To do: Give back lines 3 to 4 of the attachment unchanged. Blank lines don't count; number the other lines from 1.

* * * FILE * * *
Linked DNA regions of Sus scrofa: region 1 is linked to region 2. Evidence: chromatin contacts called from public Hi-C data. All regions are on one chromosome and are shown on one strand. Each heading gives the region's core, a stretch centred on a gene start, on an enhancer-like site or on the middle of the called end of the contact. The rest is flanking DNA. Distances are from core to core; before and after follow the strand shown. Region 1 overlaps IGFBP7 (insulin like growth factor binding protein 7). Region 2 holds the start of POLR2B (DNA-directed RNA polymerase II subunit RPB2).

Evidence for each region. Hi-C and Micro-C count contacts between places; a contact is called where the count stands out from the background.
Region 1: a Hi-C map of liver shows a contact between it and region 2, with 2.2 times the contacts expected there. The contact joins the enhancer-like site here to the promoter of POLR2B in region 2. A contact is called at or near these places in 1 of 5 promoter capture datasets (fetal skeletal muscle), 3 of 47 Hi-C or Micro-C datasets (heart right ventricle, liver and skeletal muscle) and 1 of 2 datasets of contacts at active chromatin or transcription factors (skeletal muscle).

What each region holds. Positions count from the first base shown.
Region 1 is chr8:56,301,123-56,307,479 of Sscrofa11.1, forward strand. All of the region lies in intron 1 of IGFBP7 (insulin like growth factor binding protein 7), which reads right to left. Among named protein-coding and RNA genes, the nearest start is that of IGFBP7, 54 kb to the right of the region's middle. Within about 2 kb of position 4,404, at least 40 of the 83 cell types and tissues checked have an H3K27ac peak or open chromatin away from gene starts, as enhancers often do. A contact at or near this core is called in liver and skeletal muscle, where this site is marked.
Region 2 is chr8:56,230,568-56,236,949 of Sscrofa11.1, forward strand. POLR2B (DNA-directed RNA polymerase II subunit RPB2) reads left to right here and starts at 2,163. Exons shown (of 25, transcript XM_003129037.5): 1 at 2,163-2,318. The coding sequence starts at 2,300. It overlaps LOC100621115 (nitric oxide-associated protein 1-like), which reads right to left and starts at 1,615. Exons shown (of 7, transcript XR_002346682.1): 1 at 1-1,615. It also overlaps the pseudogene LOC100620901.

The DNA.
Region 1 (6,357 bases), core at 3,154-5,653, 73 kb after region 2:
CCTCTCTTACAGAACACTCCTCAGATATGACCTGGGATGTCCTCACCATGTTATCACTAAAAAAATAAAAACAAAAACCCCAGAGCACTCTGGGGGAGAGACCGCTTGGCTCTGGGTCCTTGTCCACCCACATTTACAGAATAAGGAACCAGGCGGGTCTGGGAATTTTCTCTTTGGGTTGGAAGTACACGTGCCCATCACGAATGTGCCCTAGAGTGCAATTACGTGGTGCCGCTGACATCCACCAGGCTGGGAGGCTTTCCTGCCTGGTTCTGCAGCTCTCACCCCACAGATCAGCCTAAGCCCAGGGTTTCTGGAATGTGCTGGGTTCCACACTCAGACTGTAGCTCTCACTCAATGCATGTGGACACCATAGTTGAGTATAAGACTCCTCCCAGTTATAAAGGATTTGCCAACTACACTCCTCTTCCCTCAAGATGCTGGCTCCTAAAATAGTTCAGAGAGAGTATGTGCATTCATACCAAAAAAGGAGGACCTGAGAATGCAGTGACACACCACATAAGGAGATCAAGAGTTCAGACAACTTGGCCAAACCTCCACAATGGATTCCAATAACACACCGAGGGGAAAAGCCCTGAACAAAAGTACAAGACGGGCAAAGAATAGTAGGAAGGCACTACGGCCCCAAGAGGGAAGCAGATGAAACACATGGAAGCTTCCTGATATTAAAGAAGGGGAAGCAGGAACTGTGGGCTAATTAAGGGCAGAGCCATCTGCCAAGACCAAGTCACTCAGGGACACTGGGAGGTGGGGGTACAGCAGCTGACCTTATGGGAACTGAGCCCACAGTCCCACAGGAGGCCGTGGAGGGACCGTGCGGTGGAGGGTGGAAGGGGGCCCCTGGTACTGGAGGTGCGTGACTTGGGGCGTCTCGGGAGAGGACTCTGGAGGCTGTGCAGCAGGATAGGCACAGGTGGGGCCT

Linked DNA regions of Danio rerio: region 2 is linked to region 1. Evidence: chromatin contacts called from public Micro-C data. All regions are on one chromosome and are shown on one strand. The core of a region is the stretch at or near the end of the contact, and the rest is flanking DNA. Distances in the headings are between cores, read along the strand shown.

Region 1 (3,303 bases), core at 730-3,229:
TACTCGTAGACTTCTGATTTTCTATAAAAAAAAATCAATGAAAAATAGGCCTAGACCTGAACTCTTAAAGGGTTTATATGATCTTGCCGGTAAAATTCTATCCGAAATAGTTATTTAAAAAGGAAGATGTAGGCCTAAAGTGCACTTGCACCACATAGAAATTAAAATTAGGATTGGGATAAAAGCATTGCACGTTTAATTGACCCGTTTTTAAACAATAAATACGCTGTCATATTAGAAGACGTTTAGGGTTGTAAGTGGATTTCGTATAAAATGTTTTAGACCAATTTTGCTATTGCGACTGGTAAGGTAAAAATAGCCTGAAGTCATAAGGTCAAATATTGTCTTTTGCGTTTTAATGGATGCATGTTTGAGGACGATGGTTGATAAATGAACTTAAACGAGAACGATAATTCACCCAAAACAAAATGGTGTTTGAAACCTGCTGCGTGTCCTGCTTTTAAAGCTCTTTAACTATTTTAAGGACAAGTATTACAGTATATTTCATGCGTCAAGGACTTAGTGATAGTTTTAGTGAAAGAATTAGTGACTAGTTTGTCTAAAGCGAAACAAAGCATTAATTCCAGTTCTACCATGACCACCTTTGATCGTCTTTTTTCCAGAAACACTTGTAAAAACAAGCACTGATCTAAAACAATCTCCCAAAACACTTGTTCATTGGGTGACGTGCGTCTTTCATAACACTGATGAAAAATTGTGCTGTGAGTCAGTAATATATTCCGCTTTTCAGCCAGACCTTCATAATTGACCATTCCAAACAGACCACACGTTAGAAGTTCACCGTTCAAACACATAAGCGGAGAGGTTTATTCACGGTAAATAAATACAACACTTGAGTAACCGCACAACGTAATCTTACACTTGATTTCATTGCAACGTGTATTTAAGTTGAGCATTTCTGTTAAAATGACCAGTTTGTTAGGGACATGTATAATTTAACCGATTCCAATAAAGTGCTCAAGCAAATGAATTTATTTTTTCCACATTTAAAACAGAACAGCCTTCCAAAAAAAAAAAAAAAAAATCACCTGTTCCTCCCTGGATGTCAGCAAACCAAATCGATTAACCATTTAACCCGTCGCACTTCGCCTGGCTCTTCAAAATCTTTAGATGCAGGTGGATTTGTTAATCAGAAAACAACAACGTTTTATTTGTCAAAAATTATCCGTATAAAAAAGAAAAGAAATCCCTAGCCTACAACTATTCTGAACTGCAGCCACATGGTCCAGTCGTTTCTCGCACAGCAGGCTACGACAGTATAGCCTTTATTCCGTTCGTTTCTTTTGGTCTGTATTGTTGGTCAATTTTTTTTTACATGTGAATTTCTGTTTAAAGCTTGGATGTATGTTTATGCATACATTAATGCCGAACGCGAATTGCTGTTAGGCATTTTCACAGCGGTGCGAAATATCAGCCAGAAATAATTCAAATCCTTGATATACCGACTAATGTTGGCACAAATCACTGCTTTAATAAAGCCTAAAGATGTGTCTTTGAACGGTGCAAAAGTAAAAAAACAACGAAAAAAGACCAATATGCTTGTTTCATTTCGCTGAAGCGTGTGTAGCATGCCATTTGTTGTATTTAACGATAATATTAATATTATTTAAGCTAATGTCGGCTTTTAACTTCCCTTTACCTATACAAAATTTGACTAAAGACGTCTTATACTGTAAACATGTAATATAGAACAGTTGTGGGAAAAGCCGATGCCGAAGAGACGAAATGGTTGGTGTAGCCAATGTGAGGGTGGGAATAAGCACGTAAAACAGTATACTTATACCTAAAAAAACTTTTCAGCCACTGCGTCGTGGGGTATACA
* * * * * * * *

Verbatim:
Region 1: a Hi-C map of liver shows a contact between it and region 2, with 2.2 times the contacts expected there. The contact joins the enhancer-like site here to the promoter of POLR2B in region 2. A contact is called at or near these places in 1 of 5 promoter capture datasets (fetal skeletal muscle), 3 of 47 Hi-C or Micro-C datasets (heart right ventricle, liver and skeletal muscle) and 1 of 2 datasets of contacts at active chromatin or transcription factors (skeletal muscle).

What each region holds. Positions count from the first base shown.